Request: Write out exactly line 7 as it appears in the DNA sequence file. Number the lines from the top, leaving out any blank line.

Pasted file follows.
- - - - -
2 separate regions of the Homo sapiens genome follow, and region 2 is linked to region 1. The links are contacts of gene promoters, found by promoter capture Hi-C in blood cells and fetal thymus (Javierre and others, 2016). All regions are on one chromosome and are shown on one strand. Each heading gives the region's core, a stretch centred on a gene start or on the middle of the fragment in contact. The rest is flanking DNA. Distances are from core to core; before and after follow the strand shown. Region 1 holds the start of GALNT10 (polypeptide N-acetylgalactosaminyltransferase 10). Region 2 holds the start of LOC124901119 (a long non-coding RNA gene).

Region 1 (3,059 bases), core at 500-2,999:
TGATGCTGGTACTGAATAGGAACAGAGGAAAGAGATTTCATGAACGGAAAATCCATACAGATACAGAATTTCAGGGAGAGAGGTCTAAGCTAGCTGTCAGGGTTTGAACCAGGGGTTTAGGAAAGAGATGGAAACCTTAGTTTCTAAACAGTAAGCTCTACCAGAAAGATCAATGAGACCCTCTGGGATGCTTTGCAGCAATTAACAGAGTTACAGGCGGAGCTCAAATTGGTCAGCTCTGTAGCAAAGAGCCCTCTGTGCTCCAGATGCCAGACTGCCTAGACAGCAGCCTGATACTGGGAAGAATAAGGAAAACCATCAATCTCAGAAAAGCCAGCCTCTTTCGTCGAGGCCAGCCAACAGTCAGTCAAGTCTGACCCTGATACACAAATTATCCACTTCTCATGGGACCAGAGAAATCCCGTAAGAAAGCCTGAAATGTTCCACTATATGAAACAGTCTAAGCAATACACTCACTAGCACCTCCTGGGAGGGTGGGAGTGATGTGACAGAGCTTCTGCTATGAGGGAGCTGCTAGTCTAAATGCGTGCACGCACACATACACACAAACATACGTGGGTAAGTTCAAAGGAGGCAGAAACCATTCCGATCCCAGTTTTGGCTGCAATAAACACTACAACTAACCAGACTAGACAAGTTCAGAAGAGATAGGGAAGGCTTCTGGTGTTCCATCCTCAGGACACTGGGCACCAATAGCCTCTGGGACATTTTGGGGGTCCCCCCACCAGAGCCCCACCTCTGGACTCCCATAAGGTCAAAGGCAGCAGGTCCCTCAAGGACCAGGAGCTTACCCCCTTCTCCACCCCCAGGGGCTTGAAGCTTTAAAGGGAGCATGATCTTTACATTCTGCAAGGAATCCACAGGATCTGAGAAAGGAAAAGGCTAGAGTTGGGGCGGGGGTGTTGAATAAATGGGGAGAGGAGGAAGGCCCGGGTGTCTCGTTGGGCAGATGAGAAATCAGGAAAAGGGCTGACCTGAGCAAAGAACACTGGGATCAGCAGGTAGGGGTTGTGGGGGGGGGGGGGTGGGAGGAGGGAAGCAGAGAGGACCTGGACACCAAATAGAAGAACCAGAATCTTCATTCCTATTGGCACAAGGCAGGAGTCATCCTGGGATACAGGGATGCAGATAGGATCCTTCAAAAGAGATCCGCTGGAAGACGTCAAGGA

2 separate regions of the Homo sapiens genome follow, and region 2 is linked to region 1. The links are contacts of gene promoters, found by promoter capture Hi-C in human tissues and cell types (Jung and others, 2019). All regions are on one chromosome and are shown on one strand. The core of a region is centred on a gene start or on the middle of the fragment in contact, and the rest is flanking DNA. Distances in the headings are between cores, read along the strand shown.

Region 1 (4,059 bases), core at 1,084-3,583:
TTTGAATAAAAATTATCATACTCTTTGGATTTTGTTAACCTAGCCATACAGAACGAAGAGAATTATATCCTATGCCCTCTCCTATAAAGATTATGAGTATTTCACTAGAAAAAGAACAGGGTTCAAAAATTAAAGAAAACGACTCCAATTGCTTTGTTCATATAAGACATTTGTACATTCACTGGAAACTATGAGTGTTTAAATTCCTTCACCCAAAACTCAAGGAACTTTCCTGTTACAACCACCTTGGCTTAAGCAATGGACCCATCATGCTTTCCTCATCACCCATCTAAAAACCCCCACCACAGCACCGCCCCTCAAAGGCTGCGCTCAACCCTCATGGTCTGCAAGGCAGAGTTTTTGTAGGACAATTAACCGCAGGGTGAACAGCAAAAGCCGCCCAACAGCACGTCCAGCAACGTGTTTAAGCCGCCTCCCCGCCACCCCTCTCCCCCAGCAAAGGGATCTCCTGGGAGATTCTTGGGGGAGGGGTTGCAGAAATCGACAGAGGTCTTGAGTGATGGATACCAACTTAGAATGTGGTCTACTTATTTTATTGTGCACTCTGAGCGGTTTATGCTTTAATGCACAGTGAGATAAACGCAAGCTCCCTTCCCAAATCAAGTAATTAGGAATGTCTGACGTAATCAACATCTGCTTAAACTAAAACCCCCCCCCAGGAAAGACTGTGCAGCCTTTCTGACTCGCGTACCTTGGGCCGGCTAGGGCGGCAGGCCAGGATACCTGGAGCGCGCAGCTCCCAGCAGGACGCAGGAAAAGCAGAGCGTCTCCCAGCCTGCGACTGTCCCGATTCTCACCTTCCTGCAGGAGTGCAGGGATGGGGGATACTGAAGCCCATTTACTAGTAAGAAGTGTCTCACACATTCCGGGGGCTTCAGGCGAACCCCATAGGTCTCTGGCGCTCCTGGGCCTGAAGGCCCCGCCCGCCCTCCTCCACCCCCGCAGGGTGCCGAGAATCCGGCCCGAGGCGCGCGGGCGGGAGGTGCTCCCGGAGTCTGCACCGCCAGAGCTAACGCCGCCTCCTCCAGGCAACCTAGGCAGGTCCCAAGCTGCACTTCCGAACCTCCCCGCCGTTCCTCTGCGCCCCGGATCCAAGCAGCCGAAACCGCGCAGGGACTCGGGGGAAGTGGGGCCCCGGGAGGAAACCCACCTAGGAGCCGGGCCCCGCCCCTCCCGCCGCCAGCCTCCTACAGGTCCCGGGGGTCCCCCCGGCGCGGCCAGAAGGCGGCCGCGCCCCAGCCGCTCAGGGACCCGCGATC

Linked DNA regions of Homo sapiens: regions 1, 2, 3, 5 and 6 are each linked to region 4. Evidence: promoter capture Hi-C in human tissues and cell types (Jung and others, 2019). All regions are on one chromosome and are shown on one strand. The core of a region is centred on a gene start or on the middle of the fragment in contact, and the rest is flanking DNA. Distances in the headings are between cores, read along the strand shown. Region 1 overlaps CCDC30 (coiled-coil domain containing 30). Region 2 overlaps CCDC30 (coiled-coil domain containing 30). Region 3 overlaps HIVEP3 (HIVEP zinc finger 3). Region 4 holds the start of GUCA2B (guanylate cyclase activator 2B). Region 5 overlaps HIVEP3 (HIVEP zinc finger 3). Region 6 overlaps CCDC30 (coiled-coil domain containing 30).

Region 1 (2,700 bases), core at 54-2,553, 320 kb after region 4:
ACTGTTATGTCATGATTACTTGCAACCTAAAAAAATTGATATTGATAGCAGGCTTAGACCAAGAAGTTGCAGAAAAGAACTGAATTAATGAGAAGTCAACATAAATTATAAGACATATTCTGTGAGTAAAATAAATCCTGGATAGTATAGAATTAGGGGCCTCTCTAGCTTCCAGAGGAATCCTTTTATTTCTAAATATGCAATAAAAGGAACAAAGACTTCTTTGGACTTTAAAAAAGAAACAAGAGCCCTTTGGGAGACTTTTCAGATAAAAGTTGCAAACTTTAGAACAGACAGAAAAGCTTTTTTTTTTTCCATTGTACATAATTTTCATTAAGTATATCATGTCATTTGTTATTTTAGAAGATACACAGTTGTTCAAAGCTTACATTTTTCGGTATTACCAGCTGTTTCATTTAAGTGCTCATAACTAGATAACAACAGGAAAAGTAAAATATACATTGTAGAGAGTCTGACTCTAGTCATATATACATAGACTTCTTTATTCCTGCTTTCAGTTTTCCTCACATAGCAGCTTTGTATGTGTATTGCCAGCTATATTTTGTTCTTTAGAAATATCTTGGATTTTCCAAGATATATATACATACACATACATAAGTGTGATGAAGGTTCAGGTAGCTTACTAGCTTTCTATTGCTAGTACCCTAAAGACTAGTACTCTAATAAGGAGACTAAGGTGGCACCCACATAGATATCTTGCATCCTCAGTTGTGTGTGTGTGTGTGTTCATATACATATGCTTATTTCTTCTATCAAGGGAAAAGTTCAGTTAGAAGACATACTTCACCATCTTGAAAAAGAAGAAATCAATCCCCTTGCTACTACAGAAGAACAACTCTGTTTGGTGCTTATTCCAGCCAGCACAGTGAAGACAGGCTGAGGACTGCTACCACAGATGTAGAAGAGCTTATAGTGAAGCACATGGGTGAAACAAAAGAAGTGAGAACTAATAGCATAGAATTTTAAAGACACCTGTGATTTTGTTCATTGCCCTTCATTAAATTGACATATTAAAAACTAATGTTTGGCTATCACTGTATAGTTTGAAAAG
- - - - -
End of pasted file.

Linked DNA regions of Homo sapiens: regions 1, 2, 3, 5 and 6 are each linked to region 4. Evidence: promoter capture Hi-C in human tissues and cell types (Jung and others, 2019). All regions are on one chromosome and are shown on one strand. The core of a region is centred on a gene start or on the middle of the fragment in contact, and the rest is flanking DNA. Distances in the headings are between cores, read along the strand shown. Region 1 overlaps CCDC30 (coiled-coil domain containing 30). Region 2 overlaps CCDC30 (coiled-coil domain containing 30). Region 3 overlaps HIVEP3 (HIVEP zinc finger 3). Region 4 holds the start of GUCA2B (guanylate cyclase activator 2B). Region 5 overlaps HIVEP3 (HIVEP zinc finger 3). Region 6 overlaps CCDC30 (coiled-coil domain containing 30).